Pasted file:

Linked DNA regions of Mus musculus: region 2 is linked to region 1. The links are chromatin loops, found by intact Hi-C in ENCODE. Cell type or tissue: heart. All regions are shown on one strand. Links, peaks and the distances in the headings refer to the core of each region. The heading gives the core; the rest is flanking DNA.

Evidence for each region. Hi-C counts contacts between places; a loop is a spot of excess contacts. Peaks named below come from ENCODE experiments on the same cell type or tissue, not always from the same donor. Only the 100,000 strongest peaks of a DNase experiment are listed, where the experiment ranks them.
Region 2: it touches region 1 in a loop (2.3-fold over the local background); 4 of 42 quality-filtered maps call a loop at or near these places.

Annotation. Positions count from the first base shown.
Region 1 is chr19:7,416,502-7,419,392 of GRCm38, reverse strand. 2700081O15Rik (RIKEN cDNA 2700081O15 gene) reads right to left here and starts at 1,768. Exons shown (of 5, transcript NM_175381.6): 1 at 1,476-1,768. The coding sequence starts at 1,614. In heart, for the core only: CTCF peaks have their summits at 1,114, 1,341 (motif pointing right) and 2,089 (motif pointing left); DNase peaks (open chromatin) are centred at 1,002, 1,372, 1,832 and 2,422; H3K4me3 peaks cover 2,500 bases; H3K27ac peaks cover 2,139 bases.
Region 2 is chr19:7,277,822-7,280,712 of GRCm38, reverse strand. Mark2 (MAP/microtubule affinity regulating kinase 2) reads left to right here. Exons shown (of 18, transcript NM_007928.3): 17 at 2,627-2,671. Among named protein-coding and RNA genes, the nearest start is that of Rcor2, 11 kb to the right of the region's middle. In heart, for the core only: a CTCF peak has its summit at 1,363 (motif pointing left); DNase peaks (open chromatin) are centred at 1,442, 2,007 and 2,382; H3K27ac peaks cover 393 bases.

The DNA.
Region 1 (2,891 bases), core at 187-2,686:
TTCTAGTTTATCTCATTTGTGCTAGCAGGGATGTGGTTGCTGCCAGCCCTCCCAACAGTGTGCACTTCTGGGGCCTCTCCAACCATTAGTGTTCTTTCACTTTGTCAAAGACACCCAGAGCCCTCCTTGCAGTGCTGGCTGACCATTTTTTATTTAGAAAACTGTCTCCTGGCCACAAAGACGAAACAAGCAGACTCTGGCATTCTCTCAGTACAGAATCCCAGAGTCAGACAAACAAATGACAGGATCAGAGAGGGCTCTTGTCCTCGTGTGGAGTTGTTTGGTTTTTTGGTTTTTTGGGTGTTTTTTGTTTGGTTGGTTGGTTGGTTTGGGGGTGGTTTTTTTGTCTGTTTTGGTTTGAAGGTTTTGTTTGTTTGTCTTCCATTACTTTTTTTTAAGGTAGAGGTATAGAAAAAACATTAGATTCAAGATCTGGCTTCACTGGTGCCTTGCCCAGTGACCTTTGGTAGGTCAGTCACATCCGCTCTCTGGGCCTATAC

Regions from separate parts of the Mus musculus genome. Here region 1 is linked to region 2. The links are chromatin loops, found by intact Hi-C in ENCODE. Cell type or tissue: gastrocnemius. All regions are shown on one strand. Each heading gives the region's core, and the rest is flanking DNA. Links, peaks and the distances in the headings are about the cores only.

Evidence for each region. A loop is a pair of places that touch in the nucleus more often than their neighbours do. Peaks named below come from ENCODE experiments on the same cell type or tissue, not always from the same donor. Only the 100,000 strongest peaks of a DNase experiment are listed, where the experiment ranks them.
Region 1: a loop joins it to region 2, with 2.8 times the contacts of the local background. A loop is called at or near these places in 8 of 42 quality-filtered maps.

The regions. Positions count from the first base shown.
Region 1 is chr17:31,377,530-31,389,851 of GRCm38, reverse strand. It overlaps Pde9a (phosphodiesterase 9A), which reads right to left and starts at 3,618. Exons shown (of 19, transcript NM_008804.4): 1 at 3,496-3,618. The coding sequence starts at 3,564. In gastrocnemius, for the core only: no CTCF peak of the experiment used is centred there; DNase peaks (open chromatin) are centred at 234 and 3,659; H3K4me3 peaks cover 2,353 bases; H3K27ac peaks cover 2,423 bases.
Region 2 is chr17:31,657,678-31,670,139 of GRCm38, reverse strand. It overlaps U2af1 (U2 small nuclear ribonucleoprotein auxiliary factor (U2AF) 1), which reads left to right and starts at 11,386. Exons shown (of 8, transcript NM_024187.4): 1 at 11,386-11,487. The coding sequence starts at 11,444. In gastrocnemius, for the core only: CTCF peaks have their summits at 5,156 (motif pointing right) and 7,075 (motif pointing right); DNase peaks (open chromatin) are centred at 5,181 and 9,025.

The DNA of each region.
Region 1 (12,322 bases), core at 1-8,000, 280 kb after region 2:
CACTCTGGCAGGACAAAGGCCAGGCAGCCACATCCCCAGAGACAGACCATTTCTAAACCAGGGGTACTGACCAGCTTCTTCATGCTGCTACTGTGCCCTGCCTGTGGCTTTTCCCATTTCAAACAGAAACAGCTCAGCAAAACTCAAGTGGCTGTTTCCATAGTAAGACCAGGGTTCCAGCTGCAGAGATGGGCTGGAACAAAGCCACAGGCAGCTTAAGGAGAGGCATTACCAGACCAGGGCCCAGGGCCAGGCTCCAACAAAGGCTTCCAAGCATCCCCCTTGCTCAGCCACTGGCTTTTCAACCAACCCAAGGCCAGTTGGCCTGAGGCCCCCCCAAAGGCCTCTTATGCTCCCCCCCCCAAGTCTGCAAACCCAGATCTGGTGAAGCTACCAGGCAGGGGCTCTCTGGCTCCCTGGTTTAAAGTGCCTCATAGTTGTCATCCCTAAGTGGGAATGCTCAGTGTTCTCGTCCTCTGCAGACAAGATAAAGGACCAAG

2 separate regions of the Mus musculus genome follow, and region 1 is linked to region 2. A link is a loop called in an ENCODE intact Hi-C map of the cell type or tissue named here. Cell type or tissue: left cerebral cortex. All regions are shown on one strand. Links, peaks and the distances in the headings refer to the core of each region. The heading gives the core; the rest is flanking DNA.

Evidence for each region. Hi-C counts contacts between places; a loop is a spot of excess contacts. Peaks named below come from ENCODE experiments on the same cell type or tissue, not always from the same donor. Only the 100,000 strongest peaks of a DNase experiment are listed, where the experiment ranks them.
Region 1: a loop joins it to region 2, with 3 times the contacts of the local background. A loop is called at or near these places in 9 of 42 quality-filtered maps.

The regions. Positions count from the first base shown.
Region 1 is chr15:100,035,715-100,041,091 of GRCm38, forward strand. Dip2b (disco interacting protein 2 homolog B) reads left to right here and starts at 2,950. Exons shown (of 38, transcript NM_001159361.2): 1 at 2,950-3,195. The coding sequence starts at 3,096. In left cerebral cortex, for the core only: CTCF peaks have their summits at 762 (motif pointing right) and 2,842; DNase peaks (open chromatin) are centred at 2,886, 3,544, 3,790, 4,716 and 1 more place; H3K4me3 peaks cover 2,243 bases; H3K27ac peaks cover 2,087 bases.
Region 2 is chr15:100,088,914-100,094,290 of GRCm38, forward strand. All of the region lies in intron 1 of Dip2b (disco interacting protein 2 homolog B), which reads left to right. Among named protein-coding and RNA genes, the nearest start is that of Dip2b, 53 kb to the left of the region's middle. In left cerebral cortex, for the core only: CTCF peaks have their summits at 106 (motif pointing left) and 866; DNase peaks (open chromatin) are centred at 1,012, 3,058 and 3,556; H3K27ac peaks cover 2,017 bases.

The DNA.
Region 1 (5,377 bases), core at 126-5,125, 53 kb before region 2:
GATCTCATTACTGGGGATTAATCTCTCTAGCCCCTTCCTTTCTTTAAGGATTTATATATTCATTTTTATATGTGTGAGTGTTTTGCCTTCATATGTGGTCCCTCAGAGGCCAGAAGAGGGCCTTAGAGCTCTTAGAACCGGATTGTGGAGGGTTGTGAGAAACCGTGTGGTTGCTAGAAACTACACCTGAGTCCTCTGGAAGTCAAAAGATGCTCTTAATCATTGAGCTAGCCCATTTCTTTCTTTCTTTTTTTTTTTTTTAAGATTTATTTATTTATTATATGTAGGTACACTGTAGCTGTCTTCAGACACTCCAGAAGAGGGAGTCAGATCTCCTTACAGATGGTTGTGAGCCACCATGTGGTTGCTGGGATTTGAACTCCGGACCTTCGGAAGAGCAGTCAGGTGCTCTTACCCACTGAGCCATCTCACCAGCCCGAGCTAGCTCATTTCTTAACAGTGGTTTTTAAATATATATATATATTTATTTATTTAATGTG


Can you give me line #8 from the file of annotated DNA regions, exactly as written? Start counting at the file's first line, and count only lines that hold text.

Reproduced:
Region 1 (2,891 bases), core at 187-2,686: